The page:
New program provides housing for homeless Sac State students | #students | #parents

Danielle Muñoz, right, pictured with fellow CARES case manager Jessica Thomas, says the new Rapid Rehousing Program will provide a “safe oasis” for homeless students during a “wild and volatile time.” (Sacramento State/Andrea Price)

By Dixie Reid

As many as 50 homeless students can be off the streets and living in safe, affordable housing, thanks to a new, state-funded partnership among Sacramento State, the CSU and two local social-service agencies.

The new $2.61 million College-Focused Rapid Rehousing Program (RRH) gets homeless students into a stable living environment that is guaranteed for nine months and gives them the tools to move on to regular community housing.

“Now is such a critical time to provide more support for students who are facing housing instability or homelessness,” said Susanna Curry, assistant professor of Social Work and an advisor to Sac State’s RRH program. She said students who struggle to make rent every month sometimes are forced to couch-surf or sleep in their cars, or they might not have a parent to live with or someone who can loan them rent money.

“We’ve seen these challenges increase with the COVID-19 pandemic and the associated economic crisis,” she said. “We know that these experiences can impact students’ overall well-being and academic outcomes.”

The RRH model puts students into housing quickly, offers short-term rental assistance, and provides case management that can help students learn skills and make adjustments that can help them remain stably housed beyond the program, Curry said.

Naomi Dotson, an Environmental Sciences major and former foster youth, said she will apply for RRH. She has been living in a Sac State residence hall on an Emergency Housing Grant since leaving a relationship last spring.

“I think that students need to be reminded that everyone goes through something, but that doesn’t mean you should give up on your education,” Dotson said. “Anytime I feel that my education is being threatened, I fight three times as hard for it.”

RRH rents range from $400 to no more than $500 a month for each nine-month lease, well below the region’s going rate, and include utilities and Wi-Fi.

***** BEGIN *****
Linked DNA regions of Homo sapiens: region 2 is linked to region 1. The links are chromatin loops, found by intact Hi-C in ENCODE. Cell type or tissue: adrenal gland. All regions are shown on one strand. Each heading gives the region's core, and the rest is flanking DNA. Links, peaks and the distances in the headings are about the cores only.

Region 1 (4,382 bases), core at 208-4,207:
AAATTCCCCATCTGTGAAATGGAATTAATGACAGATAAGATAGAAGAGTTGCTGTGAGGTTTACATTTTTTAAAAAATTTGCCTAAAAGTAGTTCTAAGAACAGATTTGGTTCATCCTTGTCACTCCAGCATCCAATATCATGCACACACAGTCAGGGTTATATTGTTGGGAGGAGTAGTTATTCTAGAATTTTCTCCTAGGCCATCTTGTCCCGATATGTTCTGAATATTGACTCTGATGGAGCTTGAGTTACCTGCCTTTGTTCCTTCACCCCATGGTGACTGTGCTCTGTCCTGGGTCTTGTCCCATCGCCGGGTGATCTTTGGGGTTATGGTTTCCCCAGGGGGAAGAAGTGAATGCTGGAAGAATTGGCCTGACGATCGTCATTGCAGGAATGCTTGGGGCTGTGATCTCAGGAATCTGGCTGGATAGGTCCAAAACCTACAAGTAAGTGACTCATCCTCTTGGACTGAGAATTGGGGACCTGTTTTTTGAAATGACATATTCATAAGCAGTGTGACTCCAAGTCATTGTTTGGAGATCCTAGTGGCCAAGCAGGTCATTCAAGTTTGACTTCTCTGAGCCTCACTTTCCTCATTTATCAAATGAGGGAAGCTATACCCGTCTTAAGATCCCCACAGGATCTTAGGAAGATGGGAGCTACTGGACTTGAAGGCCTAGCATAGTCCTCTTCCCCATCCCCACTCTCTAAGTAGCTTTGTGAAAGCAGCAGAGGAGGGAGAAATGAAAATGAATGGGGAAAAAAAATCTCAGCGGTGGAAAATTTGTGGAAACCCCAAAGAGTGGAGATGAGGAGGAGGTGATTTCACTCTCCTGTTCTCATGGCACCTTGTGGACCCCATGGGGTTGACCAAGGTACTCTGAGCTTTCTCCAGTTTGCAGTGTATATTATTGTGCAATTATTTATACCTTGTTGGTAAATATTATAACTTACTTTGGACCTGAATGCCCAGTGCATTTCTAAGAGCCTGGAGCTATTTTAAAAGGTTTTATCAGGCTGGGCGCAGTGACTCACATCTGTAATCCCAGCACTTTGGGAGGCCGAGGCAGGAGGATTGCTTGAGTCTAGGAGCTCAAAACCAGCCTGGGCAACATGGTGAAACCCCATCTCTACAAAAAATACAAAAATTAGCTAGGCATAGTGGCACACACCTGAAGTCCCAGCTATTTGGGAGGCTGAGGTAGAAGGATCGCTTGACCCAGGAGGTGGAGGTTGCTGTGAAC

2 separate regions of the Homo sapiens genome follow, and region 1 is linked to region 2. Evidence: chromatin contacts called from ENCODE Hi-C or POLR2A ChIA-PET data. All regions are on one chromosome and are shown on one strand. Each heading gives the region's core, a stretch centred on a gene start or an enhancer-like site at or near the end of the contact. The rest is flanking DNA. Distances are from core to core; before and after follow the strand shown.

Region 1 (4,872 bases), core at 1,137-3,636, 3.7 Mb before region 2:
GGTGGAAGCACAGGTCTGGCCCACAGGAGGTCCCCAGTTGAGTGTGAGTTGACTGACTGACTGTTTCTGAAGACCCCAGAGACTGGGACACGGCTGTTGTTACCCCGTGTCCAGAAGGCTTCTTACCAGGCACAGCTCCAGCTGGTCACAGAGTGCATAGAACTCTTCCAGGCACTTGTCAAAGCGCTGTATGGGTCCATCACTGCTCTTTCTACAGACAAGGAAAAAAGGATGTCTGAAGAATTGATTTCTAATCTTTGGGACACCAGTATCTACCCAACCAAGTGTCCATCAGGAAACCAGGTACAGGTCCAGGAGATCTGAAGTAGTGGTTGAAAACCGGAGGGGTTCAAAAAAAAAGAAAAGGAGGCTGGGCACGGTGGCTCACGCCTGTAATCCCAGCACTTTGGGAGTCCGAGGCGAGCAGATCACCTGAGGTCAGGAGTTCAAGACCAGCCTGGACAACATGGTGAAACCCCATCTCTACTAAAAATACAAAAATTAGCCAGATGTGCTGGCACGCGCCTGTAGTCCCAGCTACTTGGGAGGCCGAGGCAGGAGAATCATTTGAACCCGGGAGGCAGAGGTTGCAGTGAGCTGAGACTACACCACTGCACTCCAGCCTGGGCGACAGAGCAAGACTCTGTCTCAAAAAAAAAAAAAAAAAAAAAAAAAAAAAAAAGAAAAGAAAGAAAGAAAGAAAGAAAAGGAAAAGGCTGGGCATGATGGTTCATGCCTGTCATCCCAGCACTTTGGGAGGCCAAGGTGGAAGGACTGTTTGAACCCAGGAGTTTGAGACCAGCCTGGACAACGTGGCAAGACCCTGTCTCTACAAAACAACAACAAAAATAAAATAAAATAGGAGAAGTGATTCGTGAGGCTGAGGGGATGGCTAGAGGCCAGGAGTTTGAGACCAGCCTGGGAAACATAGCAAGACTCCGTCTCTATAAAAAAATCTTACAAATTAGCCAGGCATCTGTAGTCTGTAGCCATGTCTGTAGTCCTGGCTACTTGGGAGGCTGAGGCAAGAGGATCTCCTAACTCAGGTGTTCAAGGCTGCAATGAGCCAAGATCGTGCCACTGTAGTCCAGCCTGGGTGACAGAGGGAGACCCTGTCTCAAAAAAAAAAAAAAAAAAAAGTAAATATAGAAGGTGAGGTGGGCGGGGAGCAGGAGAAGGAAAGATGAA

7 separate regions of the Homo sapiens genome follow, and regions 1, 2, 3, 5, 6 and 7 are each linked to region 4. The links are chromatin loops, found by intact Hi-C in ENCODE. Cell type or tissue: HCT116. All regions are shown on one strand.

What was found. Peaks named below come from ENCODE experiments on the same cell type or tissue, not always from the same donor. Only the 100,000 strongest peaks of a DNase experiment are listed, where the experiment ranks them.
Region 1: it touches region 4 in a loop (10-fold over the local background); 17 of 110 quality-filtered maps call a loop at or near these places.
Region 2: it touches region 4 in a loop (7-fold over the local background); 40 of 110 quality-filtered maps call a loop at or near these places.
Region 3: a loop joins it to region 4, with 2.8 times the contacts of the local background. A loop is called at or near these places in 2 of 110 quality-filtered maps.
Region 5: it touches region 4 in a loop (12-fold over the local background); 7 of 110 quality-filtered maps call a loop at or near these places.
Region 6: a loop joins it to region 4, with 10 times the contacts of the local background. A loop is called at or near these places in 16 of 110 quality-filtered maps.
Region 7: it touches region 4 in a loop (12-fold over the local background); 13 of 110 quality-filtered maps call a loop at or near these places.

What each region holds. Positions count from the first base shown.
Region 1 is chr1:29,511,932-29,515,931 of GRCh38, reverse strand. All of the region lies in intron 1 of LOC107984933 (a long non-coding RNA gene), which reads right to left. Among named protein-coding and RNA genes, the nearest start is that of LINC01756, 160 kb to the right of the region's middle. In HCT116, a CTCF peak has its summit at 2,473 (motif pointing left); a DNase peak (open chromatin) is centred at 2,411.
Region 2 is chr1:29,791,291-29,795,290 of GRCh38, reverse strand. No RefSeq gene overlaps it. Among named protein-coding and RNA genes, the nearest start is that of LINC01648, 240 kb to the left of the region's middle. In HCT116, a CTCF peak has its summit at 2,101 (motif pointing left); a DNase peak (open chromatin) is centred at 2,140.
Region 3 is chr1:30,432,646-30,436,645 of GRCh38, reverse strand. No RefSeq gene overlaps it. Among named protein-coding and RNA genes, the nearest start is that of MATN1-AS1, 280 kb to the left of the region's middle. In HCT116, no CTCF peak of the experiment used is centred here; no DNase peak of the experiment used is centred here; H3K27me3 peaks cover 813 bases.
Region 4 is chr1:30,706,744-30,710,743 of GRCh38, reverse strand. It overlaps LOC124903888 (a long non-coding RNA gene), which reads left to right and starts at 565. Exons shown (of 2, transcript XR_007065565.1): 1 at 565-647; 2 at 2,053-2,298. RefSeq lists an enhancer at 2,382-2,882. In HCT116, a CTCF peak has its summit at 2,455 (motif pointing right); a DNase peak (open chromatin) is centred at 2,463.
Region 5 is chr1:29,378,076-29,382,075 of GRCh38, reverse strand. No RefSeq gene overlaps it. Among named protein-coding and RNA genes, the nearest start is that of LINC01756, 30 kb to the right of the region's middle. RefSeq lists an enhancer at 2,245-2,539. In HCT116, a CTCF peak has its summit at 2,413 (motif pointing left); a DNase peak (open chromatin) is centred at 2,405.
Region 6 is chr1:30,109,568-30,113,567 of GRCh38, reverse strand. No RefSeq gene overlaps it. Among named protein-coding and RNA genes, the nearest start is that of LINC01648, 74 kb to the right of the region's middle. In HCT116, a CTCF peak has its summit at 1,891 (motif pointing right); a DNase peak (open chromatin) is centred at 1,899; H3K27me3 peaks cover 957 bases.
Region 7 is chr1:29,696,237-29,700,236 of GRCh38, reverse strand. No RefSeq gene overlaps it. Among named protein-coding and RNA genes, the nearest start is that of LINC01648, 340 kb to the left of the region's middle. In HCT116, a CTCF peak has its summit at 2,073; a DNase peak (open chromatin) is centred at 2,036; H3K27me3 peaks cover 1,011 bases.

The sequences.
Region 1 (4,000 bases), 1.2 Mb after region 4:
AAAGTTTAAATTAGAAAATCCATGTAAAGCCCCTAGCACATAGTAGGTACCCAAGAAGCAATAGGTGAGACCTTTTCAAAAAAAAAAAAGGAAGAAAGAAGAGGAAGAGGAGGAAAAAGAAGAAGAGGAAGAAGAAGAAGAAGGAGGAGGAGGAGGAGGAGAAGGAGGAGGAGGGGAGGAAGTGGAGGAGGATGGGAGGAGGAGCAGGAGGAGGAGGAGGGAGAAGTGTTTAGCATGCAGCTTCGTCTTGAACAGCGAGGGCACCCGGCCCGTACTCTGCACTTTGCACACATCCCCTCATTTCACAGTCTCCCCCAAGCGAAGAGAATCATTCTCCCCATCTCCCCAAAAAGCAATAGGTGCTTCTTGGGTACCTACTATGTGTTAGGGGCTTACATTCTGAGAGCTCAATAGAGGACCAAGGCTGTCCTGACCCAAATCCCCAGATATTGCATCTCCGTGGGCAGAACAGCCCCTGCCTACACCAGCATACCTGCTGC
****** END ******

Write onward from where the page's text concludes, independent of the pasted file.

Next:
To further help participating students, $200 of each participant’s monthly rent will be placed in a savings account. By the end of the lease, each student will have $1,800 to help them get into their own apartment.

Sac State is one of seven CSU campuses to launch RRH this fall using money set aside in the 2019-20 state budget for the program. Administered by the CSU Chancellor’s Office, the Sac State partnership – which includes local agencies Lutheran Social Services and Sacramento Self-Help Housing – will receive $870,000 annually for three years to run the program.

Sac State receives $160,000 annually to cover administrative costs and hire a full-time coordinator. The remaining $710,000 is split between Lutheran Social Services and Sacramento Self-Help Housing, which have secured student housing near the University. Each agency can offer housing to 25 students for nine months.

To be eligible for the housing program, students must be enrolled at Sacramento State, carry at least six units and have a GPA of 2.0 or better. Case-by-case exceptions may be made for students with a lower GPA.

Applicants will have to undergo a background check, but there is no need to have a co-signer, which eliminates a barrier many students face.

Applications can be made online with the University’s Crisis Assistance and Resource Education Support (CARES) Office, which will refer students to the housing agencies.

“Students can find a safe oasis and hope during a wild and volatile time,” said CARES Case Manager Danielle Muñoz. “While they’re working things out, they can continue going to school and maintain their enrollment, because now they have the security of a roof over their head.”

As the new academic year got underway this week, two students moved into RRH housing. Muñoz said relationships developed between the agencies and landlords and property managers will be important factors in the program’s success.

Lutheran Social Services, which has relationships with landlords in several apartment complexes, specifically serves students 18 to 24 years old. The agency’s case managers will help the students look for an apartment and offer assistance with the application and move-in process.

Once a student is settled, a case manager provides other needed support.

Sacramento Self-Help Housing works primarily with students 25 and older. The agency has four houses near Sacramento State and offers housing for students regardless of their legal, rental, or credit history. Case managers will work with students to rehabilitate bad credit and help them move into long-term housing.

“We hope that by participating in this program, students can rehabilitate their housing circumstances and be able to independently find housing for themselves in the future,” Muñoz said.


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